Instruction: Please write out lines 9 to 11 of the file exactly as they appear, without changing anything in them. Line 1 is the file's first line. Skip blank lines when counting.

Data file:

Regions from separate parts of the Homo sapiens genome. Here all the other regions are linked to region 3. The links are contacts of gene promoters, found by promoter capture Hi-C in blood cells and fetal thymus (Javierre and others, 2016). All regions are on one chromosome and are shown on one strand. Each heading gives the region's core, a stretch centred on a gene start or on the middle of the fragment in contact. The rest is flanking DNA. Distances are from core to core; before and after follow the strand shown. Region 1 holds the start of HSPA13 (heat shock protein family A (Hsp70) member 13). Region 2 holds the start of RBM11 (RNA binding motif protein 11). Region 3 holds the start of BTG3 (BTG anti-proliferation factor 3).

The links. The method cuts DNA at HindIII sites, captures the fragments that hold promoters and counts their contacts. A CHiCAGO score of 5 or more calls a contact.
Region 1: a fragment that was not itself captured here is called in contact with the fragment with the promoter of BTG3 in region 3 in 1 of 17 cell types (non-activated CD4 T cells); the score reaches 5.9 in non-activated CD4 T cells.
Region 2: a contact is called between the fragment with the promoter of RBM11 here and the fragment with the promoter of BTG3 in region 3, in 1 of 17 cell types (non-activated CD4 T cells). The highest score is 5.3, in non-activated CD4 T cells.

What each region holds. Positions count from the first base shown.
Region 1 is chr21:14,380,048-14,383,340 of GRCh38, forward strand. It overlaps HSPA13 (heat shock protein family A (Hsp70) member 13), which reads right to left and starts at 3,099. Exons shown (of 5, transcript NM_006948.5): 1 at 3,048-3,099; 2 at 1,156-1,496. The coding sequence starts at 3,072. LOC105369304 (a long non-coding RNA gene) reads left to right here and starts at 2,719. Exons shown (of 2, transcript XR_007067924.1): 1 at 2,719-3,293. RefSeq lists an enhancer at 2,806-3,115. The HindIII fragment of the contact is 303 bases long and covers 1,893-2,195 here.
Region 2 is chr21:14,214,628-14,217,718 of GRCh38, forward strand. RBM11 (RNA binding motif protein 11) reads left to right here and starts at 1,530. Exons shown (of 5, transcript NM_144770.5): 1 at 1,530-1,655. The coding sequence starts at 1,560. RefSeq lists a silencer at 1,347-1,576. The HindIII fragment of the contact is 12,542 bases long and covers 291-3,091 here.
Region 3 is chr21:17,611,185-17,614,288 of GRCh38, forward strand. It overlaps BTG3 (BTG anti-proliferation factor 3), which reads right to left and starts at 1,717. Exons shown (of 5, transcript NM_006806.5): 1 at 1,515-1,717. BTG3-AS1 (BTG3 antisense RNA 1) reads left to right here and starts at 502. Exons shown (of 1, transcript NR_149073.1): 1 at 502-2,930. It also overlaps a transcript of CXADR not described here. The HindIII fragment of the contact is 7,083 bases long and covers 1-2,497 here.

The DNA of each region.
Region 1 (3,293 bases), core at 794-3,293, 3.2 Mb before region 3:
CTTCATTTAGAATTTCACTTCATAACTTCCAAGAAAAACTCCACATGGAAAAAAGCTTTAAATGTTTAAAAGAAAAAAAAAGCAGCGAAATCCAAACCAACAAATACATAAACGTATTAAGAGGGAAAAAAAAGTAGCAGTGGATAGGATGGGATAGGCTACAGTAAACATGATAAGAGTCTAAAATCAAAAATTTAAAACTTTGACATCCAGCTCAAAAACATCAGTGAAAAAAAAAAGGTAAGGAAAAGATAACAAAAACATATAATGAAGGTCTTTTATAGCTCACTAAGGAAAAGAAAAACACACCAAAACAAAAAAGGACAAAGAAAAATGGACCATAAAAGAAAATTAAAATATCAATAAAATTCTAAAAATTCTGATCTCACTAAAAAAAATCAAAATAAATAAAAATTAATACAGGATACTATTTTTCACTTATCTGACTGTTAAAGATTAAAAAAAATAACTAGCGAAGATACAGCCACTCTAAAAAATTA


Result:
The DNA of each region.
Region 1 (3,293 bases), core at 794-3,293, 3.2 Mb before region 3:
CTTCATTTAGAATTTCACTTCATAACTTCCAAGAAAAACTCCACATGGAAAAAAGCTTTAAATGTTTAAAAGAAAAAAAAAGCAGCGAAATCCAAACCAACAAATACATAAACGTATTAAGAGGGAAAAAAAAGTAGCAGTGGATAGGATGGGATAGGCTACAGTAAACATGATAAGAGTCTAAAATCAAAAATTTAAAACTTTGACATCCAGCTCAAAAACATCAGTGAAAAAAAAAAGGTAAGGAAAAGATAACAAAAACATATAATGAAGGTCTTTTATAGCTCACTAAGGAAAAGAAAAACACACCAAAACAAAAAAGGACAAAGAAAAATGGACCATAAAAGAAAATTAAAATATCAATAAAATTCTAAAAATTCTGATCTCACTAAAAAAAATCAAAATAAATAAAAATTAATACAGGATACTATTTTTCACTTATCTGACTGTTAAAGATTAAAAAAAATAACTAGCGAAGATACAGCCACTCTAAAAAATTA